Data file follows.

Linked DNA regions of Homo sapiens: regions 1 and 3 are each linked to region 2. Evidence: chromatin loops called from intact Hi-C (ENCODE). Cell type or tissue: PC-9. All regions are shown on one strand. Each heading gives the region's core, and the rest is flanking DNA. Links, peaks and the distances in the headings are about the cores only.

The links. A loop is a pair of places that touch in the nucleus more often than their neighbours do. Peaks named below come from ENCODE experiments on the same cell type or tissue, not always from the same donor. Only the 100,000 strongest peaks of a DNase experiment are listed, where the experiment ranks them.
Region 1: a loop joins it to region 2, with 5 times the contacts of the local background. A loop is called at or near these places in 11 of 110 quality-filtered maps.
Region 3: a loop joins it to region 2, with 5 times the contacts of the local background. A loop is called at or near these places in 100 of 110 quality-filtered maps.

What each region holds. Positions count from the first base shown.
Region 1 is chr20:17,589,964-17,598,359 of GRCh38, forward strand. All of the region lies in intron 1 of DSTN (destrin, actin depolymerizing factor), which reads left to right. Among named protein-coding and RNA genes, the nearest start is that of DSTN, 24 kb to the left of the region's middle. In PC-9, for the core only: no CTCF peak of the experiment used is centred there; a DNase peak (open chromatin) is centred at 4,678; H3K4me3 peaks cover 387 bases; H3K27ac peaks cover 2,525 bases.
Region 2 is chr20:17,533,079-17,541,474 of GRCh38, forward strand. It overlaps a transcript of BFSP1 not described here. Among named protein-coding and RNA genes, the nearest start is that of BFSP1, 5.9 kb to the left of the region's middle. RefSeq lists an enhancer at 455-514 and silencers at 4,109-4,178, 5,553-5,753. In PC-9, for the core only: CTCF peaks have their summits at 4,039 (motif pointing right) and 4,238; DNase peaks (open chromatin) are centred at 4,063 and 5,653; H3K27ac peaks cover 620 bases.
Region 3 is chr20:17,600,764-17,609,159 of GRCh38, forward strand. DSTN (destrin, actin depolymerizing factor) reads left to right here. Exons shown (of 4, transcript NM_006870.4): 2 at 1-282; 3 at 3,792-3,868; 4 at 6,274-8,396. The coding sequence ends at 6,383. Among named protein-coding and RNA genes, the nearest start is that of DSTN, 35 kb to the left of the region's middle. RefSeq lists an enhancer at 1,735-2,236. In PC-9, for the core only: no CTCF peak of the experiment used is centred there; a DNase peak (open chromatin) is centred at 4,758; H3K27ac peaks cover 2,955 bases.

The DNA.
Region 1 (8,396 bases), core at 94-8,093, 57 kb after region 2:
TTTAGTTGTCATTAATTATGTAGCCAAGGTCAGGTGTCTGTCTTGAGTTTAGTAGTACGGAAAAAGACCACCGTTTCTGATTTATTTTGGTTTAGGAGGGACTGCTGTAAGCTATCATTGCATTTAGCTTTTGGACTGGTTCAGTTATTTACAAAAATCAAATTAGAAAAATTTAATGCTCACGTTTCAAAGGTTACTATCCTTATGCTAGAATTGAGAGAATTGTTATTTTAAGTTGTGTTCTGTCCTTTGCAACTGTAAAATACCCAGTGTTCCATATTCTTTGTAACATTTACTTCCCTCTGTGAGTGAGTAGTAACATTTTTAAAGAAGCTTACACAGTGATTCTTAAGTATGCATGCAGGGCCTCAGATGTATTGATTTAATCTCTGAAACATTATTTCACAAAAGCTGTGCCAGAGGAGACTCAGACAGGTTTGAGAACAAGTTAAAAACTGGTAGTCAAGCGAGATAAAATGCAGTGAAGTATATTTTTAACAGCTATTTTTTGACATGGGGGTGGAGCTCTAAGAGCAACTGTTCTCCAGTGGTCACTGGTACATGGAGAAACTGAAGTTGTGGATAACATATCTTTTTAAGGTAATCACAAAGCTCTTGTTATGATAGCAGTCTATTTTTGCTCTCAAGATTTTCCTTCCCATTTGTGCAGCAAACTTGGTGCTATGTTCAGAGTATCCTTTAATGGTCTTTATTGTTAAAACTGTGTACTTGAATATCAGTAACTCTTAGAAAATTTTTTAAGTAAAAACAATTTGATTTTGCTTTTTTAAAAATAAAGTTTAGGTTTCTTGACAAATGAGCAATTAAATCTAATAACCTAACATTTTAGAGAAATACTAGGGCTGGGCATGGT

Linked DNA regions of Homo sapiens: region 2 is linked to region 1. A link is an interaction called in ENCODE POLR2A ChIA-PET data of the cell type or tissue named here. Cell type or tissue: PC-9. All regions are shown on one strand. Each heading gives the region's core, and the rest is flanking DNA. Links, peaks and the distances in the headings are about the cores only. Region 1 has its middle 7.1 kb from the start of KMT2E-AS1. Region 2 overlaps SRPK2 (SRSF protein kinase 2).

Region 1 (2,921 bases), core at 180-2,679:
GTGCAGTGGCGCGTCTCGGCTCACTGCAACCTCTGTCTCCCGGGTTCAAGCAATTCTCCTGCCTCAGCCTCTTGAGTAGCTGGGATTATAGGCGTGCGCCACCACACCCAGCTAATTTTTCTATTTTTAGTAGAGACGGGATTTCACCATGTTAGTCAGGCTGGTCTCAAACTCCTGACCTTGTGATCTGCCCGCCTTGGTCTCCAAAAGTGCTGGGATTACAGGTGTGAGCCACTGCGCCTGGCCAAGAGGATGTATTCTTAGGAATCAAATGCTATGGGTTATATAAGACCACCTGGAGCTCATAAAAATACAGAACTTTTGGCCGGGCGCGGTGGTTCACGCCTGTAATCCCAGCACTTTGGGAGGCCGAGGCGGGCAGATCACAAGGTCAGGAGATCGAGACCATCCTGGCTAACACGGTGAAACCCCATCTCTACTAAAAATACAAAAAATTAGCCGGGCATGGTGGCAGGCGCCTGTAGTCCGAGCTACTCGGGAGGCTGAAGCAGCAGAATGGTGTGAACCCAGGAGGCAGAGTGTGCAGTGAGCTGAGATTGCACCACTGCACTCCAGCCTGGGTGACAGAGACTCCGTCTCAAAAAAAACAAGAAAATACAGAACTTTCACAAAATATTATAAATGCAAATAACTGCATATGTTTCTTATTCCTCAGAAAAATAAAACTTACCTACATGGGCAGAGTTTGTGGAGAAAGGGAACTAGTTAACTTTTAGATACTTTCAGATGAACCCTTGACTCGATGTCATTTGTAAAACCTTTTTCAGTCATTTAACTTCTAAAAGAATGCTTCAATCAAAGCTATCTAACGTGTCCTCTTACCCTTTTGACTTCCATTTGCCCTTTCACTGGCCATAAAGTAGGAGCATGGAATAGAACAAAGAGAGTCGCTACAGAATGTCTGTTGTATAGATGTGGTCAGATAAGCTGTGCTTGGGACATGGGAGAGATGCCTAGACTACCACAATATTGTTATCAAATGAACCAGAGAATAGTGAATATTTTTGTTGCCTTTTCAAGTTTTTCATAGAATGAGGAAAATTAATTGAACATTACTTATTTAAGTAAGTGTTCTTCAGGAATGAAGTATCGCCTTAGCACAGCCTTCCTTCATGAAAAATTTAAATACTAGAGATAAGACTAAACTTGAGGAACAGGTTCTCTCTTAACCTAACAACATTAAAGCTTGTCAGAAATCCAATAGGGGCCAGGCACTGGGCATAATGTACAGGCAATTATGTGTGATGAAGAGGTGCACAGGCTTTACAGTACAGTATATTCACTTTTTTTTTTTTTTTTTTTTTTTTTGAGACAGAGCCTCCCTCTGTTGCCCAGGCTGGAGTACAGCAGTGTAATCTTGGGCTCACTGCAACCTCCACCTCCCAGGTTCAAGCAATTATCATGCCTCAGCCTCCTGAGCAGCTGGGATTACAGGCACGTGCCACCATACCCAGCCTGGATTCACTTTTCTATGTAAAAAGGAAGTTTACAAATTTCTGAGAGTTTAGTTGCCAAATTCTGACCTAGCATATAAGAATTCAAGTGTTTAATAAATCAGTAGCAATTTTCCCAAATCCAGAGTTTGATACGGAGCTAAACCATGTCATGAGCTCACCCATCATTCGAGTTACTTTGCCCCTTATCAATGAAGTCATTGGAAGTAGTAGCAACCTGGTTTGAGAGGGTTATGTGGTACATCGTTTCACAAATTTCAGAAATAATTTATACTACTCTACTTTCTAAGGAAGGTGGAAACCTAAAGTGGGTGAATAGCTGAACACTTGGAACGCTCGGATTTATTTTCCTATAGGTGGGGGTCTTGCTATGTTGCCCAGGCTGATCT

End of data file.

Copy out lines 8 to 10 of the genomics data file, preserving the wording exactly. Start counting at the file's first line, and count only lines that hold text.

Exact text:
Region 3 is chr20:17,600,764-17,609,159 of GRCh38, forward strand. DSTN (destrin, actin depolymerizing factor) reads left to right here. Exons shown (of 4, transcript NM_006870.4): 2 at 1-282; 3 at 3,792-3,868; 4 at 6,274-8,396. The coding sequence ends at 6,383. Among named protein-coding and RNA genes, the nearest start is that of DSTN, 35 kb to the left of the region's middle. RefSeq lists an enhancer at 1,735-2,236. In PC-9, for the core only: no CTCF peak of the experiment used is centred there; a DNase peak (open chromatin) is centred at 4,758; H3K27ac peaks cover 2,955 bases.

The DNA.
Region 1 (8,396 bases), core at 94-8,093, 57 kb after region 2: